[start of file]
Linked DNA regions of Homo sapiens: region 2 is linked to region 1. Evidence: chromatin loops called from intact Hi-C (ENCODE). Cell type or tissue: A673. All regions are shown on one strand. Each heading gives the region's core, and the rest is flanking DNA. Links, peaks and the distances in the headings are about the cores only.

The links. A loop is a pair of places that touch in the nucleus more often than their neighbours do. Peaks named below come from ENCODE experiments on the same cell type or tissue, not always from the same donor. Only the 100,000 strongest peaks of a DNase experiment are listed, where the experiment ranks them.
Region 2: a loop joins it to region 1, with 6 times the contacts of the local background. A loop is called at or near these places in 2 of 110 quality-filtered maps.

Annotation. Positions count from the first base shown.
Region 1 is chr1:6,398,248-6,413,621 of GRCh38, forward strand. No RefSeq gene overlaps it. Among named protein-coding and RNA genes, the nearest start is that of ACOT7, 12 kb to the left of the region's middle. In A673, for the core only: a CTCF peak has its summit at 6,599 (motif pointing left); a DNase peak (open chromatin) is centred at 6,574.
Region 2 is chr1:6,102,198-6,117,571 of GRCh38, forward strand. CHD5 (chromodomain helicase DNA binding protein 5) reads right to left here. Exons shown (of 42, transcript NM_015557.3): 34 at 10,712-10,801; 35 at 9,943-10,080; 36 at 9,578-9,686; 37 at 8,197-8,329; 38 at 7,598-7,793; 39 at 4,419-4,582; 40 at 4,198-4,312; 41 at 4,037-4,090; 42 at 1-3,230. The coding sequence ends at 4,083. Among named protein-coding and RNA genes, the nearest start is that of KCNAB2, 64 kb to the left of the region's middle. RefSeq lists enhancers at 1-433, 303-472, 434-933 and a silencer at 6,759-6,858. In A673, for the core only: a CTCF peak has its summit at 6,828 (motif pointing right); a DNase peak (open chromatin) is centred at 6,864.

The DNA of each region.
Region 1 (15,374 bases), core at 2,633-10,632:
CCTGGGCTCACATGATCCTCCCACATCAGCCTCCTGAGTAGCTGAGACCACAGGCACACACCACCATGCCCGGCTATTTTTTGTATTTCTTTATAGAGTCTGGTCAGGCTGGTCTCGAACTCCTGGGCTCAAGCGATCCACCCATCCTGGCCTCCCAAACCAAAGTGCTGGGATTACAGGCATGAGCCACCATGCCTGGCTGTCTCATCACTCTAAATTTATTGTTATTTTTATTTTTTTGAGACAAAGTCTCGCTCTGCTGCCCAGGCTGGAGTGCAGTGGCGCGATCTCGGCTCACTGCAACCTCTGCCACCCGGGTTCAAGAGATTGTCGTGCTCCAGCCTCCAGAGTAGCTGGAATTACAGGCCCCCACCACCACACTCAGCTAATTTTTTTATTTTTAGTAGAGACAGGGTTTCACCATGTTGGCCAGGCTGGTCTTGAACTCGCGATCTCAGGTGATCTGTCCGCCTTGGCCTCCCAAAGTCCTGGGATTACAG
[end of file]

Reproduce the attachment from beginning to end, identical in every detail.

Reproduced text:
Linked DNA regions of Homo sapiens: region 2 is linked to region 1. Evidence: chromatin loops called from intact Hi-C (ENCODE). Cell type or tissue: A673. All regions are shown on one strand. Each heading gives the region's core, and the rest is flanking DNA. Links, peaks and the distances in the headings are about the cores only.

The links. A loop is a pair of places that touch in the nucleus more often than their neighbours do. Peaks named below come from ENCODE experiments on the same cell type or tissue, not always from the same donor. Only the 100,000 strongest peaks of a DNase experiment are listed, where the experiment ranks them.
Region 2: a loop joins it to region 1, with 6 times the contacts of the local background. A loop is called at or near these places in 2 of 110 quality-filtered maps.

Annotation. Positions count from the first base shown.
Region 1 is chr1:6,398,248-6,413,621 of GRCh38, forward strand. No RefSeq gene overlaps it. Among named protein-coding and RNA genes, the nearest start is that of ACOT7, 12 kb to the left of the region's middle. In A673, for the core only: a CTCF peak has its summit at 6,599 (motif pointing left); a DNase peak (open chromatin) is centred at 6,574.
Region 2 is chr1:6,102,198-6,117,571 of GRCh38, forward strand. CHD5 (chromodomain helicase DNA binding protein 5) reads right to left here. Exons shown (of 42, transcript NM_015557.3): 34 at 10,712-10,801; 35 at 9,943-10,080; 36 at 9,578-9,686; 37 at 8,197-8,329; 38 at 7,598-7,793; 39 at 4,419-4,582; 40 at 4,198-4,312; 41 at 4,037-4,090; 42 at 1-3,230. The coding sequence ends at 4,083. Among named protein-coding and RNA genes, the nearest start is that of KCNAB2, 64 kb to the left of the region's middle. RefSeq lists enhancers at 1-433, 303-472, 434-933 and a silencer at 6,759-6,858. In A673, for the core only: a CTCF peak has its summit at 6,828 (motif pointing right); a DNase peak (open chromatin) is centred at 6,864.

The DNA of each region.
Region 1 (15,374 bases), core at 2,633-10,632:
CCTGGGCTCACATGATCCTCCCACATCAGCCTCCTGAGTAGCTGAGACCACAGGCACACACCACCATGCCCGGCTATTTTTTGTATTTCTTTATAGAGTCTGGTCAGGCTGGTCTCGAACTCCTGGGCTCAAGCGATCCACCCATCCTGGCCTCCCAAACCAAAGTGCTGGGATTACAGGCATGAGCCACCATGCCTGGCTGTCTCATCACTCTAAATTTATTGTTATTTTTATTTTTTTGAGACAAAGTCTCGCTCTGCTGCCCAGGCTGGAGTGCAGTGGCGCGATCTCGGCTCACTGCAACCTCTGCCACCCGGGTTCAAGAGATTGTCGTGCTCCAGCCTCCAGAGTAGCTGGAATTACAGGCCCCCACCACCACACTCAGCTAATTTTTTTATTTTTAGTAGAGACAGGGTTTCACCATGTTGGCCAGGCTGGTCTTGAACTCGCGATCTCAGGTGATCTGTCCGCCTTGGCCTCCCAAAGTCCTGGGATTACAG